Multiple measures of multitasking are available in the data. For example, respondents were asked to rate each alternative mode based on the “ability to do things I need/want while traveling” (mode-specific perceptions). Also, the survey collected information about which of a number of different activities they performed on a recent commute (mode-based behavior). Since this information was only available for the chosen mode(s), it could not be used directly as explanatory variables in our mode choice model.  Instead, we (1) modeled the propensity to perform each activity (as functions of individual attributes such as socio-economic characteristics, personality traits, and attitudes) for the choosers of each mode, and then (2) used those models to predict an individual’s propensity to perform each activity for each mode, whether chosen or not.  We use the resulting predicted propensities as explanatory variables in the mode choice model, either directly or in the form of linear combinations (factor scores) obtained from a factor analysis that defined underlying latent constructs such as information and communication technology (ICT)-based productive activities,  ICT-based entertainment activities, traditional social activities, etc.

We use the revealed preference data collected in this project to estimate a multinomial logit model for mode choice that accounts for the impact of multitasking attitudes and behavior on the utility of five mode choice alternatives: driving alone, sharing a ride (either as a driver or passenger), taking public transit (including bus, subway and light rail), riding commuter rail and bicycling. The respondents have unequal choice sets defined by the availability of modes. The estimated coefficients for all core variables (travel time, travel cost, selected socio-economic properties and attitudes) have the expected signs, and are strongly significant across the various specifications that were tested. We find that mode-specific multitasking perceptions are strongly significant and positive, indicating that the perceived ability to perform activities while traveling adds to the utility of all travel modes.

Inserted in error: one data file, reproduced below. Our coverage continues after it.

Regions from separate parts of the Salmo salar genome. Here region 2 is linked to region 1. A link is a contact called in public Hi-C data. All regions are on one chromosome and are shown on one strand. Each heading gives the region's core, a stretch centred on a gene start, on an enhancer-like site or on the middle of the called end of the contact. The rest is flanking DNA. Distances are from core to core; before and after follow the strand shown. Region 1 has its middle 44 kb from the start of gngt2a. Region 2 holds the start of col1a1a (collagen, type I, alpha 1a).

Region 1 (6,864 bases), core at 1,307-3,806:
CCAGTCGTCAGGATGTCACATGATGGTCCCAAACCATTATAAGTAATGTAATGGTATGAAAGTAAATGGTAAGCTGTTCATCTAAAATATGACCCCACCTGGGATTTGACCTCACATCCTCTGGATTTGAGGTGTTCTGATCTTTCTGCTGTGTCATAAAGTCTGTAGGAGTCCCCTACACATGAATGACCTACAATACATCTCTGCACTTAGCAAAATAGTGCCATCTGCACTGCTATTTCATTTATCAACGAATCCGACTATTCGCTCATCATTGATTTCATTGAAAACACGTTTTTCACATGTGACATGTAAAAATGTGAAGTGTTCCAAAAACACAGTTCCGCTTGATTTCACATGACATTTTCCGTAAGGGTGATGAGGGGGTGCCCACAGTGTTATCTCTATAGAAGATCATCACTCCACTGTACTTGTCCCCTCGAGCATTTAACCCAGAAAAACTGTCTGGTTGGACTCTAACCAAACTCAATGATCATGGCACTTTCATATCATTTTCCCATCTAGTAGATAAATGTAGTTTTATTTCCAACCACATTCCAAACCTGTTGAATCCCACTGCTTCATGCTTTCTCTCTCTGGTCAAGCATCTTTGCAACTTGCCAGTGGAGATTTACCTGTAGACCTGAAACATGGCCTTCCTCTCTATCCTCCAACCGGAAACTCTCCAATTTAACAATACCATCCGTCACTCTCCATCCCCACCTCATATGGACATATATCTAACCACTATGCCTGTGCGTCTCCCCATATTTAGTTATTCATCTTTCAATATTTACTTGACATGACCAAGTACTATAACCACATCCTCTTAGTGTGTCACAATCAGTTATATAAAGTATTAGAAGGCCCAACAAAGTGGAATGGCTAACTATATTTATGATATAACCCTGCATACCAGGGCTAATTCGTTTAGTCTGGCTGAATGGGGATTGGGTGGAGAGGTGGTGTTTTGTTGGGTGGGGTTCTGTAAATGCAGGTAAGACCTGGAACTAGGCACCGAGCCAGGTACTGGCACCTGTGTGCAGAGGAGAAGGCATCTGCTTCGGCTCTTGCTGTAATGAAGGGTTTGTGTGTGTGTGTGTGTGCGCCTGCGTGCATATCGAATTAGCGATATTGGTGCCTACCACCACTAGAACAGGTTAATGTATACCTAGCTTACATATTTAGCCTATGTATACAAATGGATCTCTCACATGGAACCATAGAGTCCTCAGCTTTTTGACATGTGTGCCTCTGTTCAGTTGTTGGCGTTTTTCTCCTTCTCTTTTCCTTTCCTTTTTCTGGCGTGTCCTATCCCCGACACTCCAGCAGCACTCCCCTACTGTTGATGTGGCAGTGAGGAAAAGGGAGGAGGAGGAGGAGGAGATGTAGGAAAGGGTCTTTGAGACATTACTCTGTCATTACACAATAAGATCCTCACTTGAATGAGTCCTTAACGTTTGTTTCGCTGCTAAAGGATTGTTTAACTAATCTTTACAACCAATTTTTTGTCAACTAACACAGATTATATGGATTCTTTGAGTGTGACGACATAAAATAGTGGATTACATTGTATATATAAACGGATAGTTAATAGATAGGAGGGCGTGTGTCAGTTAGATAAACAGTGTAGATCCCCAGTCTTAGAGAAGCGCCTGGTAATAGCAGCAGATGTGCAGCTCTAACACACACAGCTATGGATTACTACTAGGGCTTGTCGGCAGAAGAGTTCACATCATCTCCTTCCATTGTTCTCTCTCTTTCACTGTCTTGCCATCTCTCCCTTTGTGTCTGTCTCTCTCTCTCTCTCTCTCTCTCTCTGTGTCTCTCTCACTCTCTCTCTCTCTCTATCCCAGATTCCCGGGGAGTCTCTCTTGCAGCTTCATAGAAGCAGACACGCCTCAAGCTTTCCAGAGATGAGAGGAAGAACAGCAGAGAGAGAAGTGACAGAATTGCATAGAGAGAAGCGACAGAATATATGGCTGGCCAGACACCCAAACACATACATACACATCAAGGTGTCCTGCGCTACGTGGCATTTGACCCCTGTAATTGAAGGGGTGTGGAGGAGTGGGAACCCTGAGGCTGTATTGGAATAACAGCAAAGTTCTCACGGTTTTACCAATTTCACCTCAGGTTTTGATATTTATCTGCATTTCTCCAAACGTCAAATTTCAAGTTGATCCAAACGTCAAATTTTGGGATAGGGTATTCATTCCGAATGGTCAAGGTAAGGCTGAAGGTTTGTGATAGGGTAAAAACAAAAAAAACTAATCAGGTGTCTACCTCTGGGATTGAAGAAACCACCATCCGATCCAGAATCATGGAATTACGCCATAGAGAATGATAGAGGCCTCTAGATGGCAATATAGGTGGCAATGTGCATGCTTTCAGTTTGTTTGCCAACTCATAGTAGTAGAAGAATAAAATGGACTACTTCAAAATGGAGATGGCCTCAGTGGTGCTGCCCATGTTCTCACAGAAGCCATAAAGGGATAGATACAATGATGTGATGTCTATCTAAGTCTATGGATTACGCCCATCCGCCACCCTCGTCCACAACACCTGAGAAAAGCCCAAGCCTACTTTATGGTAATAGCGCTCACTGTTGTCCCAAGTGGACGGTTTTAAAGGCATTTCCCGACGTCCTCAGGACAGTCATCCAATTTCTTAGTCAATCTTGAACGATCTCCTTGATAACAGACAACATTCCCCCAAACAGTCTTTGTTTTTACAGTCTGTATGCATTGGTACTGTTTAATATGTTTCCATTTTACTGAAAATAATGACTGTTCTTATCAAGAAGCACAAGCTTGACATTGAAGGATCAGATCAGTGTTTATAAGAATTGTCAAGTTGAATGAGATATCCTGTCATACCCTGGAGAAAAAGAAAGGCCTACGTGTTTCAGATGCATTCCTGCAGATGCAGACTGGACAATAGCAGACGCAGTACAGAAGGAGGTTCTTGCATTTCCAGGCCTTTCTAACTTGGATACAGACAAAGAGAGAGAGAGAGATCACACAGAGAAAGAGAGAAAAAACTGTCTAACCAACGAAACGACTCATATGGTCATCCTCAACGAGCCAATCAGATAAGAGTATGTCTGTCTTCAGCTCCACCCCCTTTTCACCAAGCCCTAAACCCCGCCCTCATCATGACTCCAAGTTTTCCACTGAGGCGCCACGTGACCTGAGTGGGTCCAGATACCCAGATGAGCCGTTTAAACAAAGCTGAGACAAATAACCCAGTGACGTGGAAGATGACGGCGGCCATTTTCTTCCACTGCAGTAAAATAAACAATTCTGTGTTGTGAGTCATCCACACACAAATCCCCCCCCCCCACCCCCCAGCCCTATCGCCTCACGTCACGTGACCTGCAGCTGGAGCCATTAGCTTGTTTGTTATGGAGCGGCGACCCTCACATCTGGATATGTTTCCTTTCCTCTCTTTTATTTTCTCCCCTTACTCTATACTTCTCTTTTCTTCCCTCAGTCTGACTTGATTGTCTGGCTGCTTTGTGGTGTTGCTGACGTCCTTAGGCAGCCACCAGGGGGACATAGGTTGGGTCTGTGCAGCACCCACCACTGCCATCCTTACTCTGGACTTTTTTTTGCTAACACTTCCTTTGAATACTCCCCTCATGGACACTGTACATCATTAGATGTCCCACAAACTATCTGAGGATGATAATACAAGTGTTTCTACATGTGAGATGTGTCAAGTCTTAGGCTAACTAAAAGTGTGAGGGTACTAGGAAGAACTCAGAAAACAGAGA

We further find that the estimated propensity to perform ICT-based productive activities while traveling (i.e. electronic reading/writing and using a laptop/tablet) significantly influences utility.  To more specifically quantify its estimated impact, we create several different scenarios, which indicate that multitasking propensity accounts for a small but non-trivial portion of the current mode shares. For example, in a scenario that simulates a high interest of commuters in being productive while travelling (i.e. the highest propensity of engagement in ICT-based productive activities) given present transportation technologies, the drive-alone share substantially decreases in favor of the other modes, which would imply fewer cars on the road and increased transit reliance (however, shared ride captures most of the mode shift). Conversely, in a scenario where autonomous vehicles can offer the same multitasking experience as commuter rail does today (i.e. disengagement from the driving task, convenience and comfort of performing ICT-based productive activities), driving alone and shared ride shares increase at the expense of all other modes, suggesting a potential decline in public transportation ridership and increased traffic volumes in a future dominated by autonomous vehicles.


            This is still a work in progress. By April 2015 we anticipate incorporating more complex error term specifications, such as nested logit and cross-nested logit, to relax the independence of irrelevant alternatives assumption. We expect to continue testing a range of ways of including multitasking behavior indicators in the model, to evaluate their impacts more clearly. Additionally, we would like to explore taste heterogeneity through the development of deterministically-segmented and latent class models, where segment definition is based on socio-economic traits and multitasking preferences and beliefs.